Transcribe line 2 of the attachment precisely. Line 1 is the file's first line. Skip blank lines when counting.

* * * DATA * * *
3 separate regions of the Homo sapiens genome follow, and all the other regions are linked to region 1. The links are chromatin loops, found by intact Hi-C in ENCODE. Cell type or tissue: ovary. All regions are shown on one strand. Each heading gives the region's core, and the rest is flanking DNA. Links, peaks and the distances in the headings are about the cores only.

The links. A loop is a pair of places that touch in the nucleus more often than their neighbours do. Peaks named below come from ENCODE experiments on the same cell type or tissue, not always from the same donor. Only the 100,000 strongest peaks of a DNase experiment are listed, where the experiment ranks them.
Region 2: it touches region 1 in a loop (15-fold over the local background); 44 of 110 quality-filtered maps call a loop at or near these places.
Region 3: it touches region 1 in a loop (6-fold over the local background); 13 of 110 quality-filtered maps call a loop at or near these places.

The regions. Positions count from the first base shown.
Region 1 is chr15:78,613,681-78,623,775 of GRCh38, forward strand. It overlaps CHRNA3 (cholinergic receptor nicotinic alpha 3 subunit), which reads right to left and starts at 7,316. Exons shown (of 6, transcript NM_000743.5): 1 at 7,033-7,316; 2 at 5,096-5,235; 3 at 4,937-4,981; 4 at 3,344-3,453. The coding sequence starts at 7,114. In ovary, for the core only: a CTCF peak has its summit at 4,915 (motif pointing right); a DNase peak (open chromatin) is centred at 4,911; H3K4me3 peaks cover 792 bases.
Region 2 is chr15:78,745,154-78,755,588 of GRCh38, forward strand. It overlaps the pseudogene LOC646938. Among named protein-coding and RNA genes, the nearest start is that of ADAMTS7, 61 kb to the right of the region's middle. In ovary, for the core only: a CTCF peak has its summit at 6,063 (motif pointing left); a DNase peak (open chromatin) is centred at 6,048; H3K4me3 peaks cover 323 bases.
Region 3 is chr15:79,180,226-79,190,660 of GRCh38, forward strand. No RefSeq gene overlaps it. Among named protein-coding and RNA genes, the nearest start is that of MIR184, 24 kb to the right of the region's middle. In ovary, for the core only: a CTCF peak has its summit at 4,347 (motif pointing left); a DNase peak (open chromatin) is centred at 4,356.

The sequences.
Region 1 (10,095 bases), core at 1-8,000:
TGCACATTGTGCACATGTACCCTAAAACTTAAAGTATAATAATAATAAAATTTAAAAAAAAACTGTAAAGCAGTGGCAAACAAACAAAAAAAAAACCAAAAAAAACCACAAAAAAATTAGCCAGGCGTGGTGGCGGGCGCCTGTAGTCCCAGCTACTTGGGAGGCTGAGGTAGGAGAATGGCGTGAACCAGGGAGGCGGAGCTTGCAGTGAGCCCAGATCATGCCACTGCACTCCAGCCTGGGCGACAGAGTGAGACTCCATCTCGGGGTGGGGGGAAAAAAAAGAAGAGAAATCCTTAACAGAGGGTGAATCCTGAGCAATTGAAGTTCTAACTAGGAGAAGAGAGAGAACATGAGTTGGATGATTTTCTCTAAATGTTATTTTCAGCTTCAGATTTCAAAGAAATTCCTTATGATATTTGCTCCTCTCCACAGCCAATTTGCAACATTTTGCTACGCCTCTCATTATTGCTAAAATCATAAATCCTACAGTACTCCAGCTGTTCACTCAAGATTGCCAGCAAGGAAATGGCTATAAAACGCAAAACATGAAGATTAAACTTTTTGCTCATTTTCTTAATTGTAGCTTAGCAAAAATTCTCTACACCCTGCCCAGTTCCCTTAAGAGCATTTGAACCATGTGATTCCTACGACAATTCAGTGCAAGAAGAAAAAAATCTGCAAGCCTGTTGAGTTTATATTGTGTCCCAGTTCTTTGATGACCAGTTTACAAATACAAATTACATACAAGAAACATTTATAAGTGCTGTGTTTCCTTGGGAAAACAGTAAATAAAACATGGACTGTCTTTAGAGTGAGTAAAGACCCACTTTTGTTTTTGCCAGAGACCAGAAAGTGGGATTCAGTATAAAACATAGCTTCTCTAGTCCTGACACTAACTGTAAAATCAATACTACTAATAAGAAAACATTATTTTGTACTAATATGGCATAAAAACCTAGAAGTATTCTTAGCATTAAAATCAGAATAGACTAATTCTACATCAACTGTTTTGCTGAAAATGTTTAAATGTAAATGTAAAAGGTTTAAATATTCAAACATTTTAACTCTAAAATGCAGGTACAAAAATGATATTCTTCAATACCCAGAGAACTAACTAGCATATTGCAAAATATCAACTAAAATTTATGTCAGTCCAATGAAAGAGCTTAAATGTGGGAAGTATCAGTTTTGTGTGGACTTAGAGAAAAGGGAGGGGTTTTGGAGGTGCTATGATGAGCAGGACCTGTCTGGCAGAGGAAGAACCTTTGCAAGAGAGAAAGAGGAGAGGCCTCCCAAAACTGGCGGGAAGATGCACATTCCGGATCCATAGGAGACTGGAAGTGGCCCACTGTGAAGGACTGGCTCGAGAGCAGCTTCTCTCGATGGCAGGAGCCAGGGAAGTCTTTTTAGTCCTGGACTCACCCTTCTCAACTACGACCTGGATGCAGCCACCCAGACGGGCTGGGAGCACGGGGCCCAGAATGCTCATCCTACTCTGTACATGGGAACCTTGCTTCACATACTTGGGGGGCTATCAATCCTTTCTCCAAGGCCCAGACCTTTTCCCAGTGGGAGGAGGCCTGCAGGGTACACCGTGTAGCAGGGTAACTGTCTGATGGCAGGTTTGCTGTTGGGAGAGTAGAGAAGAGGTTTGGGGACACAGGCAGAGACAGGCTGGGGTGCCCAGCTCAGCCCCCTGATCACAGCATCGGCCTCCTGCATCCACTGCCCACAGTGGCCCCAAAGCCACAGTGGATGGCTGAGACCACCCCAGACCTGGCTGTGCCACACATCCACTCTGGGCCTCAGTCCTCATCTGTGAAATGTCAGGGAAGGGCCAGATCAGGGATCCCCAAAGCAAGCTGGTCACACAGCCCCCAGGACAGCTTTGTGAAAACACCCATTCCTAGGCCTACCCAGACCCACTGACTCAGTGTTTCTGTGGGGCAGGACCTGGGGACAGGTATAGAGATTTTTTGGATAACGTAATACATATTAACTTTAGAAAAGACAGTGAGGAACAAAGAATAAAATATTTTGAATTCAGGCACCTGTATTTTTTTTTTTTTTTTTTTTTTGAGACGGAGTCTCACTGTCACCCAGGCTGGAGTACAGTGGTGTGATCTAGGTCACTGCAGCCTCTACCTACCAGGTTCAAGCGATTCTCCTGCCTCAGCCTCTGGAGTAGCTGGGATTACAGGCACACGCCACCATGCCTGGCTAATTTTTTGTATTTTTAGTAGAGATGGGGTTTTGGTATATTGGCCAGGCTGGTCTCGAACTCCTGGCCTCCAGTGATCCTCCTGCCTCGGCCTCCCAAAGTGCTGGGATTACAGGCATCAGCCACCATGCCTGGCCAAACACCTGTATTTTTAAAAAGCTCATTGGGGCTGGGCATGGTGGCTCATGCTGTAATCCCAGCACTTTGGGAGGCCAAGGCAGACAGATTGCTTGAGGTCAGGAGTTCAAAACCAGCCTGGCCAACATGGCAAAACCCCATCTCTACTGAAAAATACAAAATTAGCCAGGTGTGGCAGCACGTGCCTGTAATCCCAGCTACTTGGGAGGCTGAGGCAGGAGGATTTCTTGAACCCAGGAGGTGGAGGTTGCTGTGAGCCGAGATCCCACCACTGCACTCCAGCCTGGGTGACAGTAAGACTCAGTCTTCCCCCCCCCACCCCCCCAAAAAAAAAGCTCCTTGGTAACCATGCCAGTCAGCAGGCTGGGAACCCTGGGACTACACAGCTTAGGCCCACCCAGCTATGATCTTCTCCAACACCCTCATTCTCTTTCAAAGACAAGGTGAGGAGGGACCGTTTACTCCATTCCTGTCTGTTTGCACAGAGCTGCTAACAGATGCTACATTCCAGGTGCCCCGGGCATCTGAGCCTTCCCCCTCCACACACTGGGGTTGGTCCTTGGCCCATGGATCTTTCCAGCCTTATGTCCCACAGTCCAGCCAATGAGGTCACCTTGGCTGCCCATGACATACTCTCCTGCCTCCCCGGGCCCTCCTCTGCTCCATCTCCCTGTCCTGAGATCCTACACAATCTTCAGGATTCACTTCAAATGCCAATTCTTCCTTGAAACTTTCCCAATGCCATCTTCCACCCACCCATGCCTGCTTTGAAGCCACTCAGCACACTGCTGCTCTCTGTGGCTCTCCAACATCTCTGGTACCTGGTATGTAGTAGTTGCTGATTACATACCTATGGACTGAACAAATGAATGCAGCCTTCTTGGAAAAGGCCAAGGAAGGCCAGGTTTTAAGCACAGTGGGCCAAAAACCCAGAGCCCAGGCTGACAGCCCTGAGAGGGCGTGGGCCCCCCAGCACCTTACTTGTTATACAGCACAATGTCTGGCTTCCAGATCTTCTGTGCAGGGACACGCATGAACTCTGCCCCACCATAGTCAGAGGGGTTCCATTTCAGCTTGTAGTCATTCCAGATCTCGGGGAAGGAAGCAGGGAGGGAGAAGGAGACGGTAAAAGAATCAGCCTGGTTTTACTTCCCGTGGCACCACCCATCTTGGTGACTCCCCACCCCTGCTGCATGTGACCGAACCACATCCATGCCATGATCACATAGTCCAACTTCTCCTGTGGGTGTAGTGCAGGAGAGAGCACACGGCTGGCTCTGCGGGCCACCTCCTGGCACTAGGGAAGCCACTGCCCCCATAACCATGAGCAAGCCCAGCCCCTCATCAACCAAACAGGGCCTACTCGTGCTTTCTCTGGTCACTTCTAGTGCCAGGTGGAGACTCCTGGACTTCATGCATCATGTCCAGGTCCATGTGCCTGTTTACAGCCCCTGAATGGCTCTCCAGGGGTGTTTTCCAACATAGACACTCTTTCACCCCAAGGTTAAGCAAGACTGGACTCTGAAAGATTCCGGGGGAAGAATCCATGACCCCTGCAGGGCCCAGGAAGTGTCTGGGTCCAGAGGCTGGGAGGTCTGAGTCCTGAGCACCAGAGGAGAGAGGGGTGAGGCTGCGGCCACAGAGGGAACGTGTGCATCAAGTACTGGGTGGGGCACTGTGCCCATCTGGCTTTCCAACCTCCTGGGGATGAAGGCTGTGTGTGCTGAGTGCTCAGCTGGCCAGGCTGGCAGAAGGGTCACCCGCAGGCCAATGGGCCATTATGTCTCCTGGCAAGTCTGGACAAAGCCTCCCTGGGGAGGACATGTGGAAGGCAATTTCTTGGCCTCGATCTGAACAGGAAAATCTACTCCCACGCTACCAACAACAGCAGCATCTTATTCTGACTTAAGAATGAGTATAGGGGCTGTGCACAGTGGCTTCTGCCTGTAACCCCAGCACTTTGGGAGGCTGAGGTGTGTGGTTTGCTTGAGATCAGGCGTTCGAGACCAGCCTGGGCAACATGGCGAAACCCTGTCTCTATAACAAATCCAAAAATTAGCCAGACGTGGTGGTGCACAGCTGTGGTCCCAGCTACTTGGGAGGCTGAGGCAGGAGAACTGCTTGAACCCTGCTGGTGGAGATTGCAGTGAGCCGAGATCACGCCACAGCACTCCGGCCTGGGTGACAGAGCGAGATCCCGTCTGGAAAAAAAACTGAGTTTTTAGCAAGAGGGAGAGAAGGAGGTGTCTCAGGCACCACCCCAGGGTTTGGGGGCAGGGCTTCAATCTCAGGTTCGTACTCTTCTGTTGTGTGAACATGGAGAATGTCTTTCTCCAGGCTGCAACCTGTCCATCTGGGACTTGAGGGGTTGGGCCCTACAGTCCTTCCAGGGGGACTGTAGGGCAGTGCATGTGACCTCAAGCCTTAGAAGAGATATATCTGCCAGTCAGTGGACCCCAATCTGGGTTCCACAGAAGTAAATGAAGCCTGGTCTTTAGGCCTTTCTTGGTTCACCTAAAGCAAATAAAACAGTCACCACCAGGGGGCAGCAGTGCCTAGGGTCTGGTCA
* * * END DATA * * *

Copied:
The links. A loop is a pair of places that touch in the nucleus more often than their neighbours do. Peaks named below come from ENCODE experiments on the same cell type or tissue, not always from the same donor. Only the 100,000 strongest peaks of a DNase experiment are listed, where the experiment ranks them.